Monday, 23 May 2011
The (Very) Late Review - part one
Okay, so I'm back at home and very much back to reality after my time in Guernsey. Or should that be "on" Guernsey? How big does an island need to be before you are in rather than on it?
Castle Cornet. The castle is one of my favourite "touristy" things to do on the island, and the novelty of visiting it in the evening added an extra level of enjoyment. Particularly in that it meant I could watch the sun set over the town of St Peter Port, which - it has to be said - is a very attractive place (although my phone's camera struggled to do it justice).
Saturday morning kicked off with a very interesting talk and reading from author Tim Binding. Tim has written several novels, both for adults and children, but the talk I went to focused on his Guernsey-set work, Island Madness. I started reading the novel a couple of weeks before I went, and even now I'm only about halfway through it - I'm just not getting enough time to read any more than a few pages at once. It's very good, and conjures up the atmosphere of Guernsey during the Nazi occupation extremely well. Tim talked about his inspiration for writing the book (essentially the photograph that now serves as the book's main cover image), the research involved in putting it together, and some of the perils of writing fiction. The main example he gave was in the opening chapter, where he talks about the damage caused to the Major's lawns by the local moles. Several years after the book came out, a Guernsey girl working at his publishing house calmly informed him that there are no moles on Guernsey. It's risky taking anything for granted, it seems.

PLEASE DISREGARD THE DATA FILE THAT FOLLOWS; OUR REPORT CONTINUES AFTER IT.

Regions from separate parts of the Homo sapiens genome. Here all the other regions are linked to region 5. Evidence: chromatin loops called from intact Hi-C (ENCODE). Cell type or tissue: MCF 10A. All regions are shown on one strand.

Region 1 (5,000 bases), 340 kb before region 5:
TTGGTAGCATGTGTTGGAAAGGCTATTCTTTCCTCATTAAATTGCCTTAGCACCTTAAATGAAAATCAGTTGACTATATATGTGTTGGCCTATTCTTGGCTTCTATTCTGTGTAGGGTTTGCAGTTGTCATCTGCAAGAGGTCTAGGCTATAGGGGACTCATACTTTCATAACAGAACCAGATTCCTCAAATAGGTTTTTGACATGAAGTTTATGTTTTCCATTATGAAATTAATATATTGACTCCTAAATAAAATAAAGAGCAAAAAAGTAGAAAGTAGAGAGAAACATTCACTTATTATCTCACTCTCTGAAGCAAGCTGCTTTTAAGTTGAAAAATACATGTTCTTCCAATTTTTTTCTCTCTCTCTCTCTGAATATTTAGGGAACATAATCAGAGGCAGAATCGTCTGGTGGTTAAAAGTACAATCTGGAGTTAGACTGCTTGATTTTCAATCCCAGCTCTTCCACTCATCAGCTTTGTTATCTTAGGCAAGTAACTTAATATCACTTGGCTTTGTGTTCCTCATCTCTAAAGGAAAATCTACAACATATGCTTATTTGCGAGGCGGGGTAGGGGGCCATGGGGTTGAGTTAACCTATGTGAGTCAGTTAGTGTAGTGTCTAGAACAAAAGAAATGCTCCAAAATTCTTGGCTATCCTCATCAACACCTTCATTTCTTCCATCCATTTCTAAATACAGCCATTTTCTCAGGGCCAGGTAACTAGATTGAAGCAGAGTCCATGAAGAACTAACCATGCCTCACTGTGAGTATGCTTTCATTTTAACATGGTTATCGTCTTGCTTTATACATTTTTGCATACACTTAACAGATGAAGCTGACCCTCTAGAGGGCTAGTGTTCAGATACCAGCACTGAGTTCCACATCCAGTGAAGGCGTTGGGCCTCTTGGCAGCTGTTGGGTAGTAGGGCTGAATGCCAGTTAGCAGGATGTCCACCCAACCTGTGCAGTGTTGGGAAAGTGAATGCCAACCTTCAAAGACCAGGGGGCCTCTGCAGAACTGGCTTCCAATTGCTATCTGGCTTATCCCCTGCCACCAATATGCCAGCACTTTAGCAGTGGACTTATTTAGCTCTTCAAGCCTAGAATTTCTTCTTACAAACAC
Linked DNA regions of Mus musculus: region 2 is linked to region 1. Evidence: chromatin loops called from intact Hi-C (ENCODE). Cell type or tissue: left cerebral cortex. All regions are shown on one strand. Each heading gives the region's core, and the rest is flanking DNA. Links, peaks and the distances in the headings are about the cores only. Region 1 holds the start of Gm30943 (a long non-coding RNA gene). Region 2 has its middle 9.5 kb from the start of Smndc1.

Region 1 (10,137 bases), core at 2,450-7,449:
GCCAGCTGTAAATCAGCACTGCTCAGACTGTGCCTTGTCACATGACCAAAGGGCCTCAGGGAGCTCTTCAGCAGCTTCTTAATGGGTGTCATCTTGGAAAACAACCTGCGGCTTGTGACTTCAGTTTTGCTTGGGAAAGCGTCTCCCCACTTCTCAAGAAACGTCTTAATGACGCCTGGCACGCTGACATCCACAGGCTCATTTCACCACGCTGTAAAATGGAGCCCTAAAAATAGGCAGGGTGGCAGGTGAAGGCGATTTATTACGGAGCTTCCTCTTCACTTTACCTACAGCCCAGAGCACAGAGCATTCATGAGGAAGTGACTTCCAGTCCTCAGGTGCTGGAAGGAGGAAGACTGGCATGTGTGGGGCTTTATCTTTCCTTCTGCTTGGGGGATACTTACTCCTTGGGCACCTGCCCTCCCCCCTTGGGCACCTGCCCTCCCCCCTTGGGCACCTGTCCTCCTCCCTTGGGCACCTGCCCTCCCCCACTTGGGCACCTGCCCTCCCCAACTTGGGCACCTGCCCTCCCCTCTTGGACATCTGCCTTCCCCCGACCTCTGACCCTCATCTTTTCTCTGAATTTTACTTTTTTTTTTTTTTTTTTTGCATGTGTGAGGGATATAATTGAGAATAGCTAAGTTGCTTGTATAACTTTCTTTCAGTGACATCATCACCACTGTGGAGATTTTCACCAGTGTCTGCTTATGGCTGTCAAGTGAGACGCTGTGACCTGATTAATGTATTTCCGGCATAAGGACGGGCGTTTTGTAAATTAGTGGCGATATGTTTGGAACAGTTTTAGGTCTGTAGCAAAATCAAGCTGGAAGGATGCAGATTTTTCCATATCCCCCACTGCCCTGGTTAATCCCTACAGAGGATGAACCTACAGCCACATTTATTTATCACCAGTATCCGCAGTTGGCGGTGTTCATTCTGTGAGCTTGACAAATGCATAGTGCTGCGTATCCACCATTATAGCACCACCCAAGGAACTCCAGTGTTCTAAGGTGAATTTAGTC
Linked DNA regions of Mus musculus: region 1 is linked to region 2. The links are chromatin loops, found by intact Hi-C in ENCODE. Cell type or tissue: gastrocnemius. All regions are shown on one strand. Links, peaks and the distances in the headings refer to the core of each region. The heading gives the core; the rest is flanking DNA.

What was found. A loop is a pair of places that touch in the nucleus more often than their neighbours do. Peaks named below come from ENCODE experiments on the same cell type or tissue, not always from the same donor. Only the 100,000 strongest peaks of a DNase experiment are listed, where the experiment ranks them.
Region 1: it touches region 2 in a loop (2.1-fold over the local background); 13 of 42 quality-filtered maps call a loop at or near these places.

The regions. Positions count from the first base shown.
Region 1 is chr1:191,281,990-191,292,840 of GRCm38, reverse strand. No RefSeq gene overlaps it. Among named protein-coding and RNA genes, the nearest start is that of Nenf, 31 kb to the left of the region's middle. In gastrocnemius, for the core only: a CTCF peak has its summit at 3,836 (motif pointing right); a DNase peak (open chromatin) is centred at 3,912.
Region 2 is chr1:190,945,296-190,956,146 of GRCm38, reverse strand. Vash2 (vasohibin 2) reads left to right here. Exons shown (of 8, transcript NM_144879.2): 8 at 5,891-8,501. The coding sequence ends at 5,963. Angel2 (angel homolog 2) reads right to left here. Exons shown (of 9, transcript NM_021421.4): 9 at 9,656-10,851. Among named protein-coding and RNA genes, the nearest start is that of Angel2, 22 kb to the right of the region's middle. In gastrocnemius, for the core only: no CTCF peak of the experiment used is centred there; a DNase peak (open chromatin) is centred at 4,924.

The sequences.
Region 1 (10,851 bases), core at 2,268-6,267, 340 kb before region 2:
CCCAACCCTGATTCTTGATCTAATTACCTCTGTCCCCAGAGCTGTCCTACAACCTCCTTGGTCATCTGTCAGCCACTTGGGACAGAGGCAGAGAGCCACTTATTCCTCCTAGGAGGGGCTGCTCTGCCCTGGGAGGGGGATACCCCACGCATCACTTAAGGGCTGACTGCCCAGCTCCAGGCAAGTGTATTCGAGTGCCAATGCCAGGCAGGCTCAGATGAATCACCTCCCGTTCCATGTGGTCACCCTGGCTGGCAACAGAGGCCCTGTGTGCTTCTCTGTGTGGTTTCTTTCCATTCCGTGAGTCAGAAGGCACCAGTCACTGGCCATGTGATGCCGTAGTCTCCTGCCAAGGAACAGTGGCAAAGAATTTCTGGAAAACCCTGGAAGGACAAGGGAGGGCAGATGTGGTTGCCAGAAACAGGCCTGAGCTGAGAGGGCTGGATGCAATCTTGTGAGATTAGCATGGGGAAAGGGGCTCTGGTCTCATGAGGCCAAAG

Next up was a dash to the cake shop and then back to the Hub to catch a poetry reading from Richard Fleming and Peter Kenny. The two of them go by the name "A Guernsey Double" and offer two different perspectives on island life. Richard is an Ulsterman who moved to Guernsey, and Peter was born and grew up on Guernsey and moved away. Their poetry revolves around themes such as the concepts of home, safety, travel, and many more. They have a book out, a back-to-back anthology of poems called The Boy Who Fell Upwards / The Man Who Landed. From the snippets they read and the reviews the book has garnered, it sounds well worth investigating. I'm hoping to pick up a signed copy next time I'm over, which should be later in the year.
The last engagement of the day was an evening performance in the town church. Here, Olivia Chaney performed a fantastic set, showcasing her beautiful voice and musical talent on the piano, guitar, and harmonium (I think - it was something like an accordion, but more of a box). Olivia plays a variety of styles, from folk to operatic, traditional and more contemporary songs. She writes her own songs, too, and said she was putting an album of her work together. It should be worth tracking down. In addition to Olivia's songs and music, the winning writers from Guernsey's "Poetry on the Buses" competition read their work. I struggle a little with poetry sometimes; it's not a form that always 'clicks' for me, but most of the work was accessible even to a dullard like me, and it was great to hear the poets read their own work in the impressive setting provided by the church.
I've run out of time now, so I'll leave Sunday's details for another day. I'll try not to leave it too much longer.